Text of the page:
The Berlin Wall

The Berlin Wall

No doubt there were other signs, but these were the only ones I saw that showed where the city had been divided not so many years ago.

As so much of the city had been destroyed in the War, there are many areas that have an almost sterile feeling, a newness that seemed strange in such an old place where people were trying to look ahead rather than backwards. One place where this was not the case was the Museum island, where we went as soon as possible. I’d been looking forward to seeing the Pergamon Altar for a while, but due to renovations it was closed. As we walked around the island we saw why renovations might be needed. Along one column lined walkway, round holes had been chipped out of the stone, and on the wall behind, similar holes dotted the wall, with clear spaces in the shadows of the columns. Elsewhere holes covered entire huge walls and columns had been replaced with new stone. Even in this place war had come, perhaps not surprising when you think of the buildings in terms of survival and defense rather than refuges for antiques and history.

Inside I noticed that plaster and paint had given way to brick and stone in patches, and frescoes were partly destroyed. I asked a guard why this was, and he matter of factly told me that the museum had stood open to the elements for many years, without a roof, so snow and rain had cracked and peeled at the beautiful paintings and fine decorations.

What's left of Baldur

What’s left of Baldur

Rather than replicate how it had looked, the museum now stands as its own exhibit, an example of the destruction of war.

Signs of destruction ancient and modern

Signs of destruction ancient and modern

While the bombs had been falling and the War was drawing closer, many of the most treasured artifacts were hidden away while others were taken by the victors. Some of those that haven’t returned are the pieces found by Heinrich Schliemann at the site of Troy, and are apparently still being held in Russia. What does remain includes the famous jewelry modeled by his wife, which is just as stunning as the old photos showed. There was some irony in the fact that the pieces now listed as stolen by Soviets were originally stolen from Turkey, but maybe not that the people at the museum enjoy.

The big diadem

The big diadem

Elsewhere there were mysterious Celtic golden hats, an exhibition about beards, heaps of wonderful ancient Greek and Roman stuff and one particular item from Egypt. You will have seen her, even if you don’t know her name. There is no picture here because photography was not allowed in her private room where, apart from a model for the vision impaired that you can touch, she stands alone. Even after more than 3000 years, Nefertiti is serene and breathtakingly beautiful. Even with only one eye, she seems supremely confident to stare down the millennia to come as she has stared down the last 3, hopefully without losing a single perfect line or blemish that gives her so much personality.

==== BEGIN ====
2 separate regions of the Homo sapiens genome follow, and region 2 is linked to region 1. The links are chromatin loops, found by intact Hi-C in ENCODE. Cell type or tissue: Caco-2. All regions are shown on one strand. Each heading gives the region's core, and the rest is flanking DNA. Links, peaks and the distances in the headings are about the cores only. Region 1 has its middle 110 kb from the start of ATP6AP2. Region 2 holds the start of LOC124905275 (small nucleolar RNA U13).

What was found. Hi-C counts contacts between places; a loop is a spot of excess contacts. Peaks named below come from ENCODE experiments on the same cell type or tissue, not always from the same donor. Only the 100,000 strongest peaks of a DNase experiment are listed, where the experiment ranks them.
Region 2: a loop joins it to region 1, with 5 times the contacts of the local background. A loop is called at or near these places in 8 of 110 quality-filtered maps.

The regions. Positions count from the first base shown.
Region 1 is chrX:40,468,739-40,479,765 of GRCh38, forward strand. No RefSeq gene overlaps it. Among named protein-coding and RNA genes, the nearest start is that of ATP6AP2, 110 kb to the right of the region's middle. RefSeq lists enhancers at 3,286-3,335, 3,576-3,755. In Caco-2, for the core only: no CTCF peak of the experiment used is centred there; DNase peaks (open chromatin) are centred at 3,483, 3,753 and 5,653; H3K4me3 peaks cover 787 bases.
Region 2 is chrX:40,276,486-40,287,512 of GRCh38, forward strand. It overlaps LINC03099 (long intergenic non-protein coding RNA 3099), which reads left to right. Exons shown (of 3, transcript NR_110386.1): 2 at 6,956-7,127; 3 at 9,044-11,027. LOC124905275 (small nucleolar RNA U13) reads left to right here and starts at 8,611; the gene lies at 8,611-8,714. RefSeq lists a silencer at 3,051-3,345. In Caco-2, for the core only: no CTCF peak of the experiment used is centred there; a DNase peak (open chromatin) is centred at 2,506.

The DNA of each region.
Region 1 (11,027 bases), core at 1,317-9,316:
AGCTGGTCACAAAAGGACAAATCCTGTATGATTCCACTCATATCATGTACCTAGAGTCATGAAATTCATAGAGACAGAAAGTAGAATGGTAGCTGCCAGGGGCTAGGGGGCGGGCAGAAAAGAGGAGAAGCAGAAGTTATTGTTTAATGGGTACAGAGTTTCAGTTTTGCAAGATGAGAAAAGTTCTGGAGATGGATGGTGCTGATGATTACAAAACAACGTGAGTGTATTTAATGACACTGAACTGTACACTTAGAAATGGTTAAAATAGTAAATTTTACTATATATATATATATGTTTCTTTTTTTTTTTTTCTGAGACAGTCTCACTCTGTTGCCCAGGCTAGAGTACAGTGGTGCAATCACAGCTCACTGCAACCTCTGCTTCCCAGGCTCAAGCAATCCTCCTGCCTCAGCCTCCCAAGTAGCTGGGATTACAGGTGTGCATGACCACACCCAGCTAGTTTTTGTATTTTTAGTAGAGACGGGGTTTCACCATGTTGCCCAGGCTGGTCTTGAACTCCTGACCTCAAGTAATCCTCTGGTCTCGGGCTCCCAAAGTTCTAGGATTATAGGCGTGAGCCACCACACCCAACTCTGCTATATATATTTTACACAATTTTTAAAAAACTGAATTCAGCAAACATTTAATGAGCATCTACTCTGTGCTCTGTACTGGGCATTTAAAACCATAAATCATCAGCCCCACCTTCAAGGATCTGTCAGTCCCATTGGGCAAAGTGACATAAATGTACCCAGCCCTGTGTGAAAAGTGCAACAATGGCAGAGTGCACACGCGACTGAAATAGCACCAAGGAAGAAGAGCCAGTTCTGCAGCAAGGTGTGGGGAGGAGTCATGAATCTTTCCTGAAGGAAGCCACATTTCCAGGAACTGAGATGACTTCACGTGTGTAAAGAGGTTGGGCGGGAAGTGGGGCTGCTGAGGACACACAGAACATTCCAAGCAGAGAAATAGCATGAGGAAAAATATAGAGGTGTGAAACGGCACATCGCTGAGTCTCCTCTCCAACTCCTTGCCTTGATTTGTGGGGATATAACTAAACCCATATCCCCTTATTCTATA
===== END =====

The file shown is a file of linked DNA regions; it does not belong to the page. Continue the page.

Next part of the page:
It’s fair to say I’m a little bit in love with her, but who can blame me.

We visited another museum the next day, this one looking forward rather than back at the losses of the past. The Berlin Technology Museum is wonderful, and we spent hours poking and exploring, and being far too amused by the section about jewelry production (Schmuckproduktion).
On our last day, rather than spend time in museums and galleries, we went for a long walk in Tiergarten, a huge area of forest just outside the Brandenburg gate. It was filled with joggers, picnickers, people walking their dogs and intricate gardens, following a maze of paths that twist around the forest.

Peace in Tiergarten

Peace in Tiergarten

In the centre, in the middle of a roundabout that lines up with the Gate, is the Victory Column, built to commemorate a Prussian victory in the 1860s.

The Victory Column

The Victory Column

The gold statue of Victory still stands, and the bronze reliefs that had been removed in 1945 have been restored. They are riddled with bullet holes and shell damage, the horseback soldiers missing arms, heads and legs, and the grieving or celebrating women with holes in their heads, in a sort of parody of war. It was comical, if it was not for the deaths that would have taken place there.

A war damaged soldier

A war damaged soldier

Elsewhere in Tiergarten is a statue of a queen, standing on a platform amid well tended gardens. Nearby is a photo of the same place in the 1940s. The statue is there, looking down, but the ground around her is a morass of mud and scraps of trees, a wasteland that standing amid the trees and peace of today seems impossible. Only 60 or so years stand between us, but if not for the shrapnel pits in the base of the statue, it would seem a different world.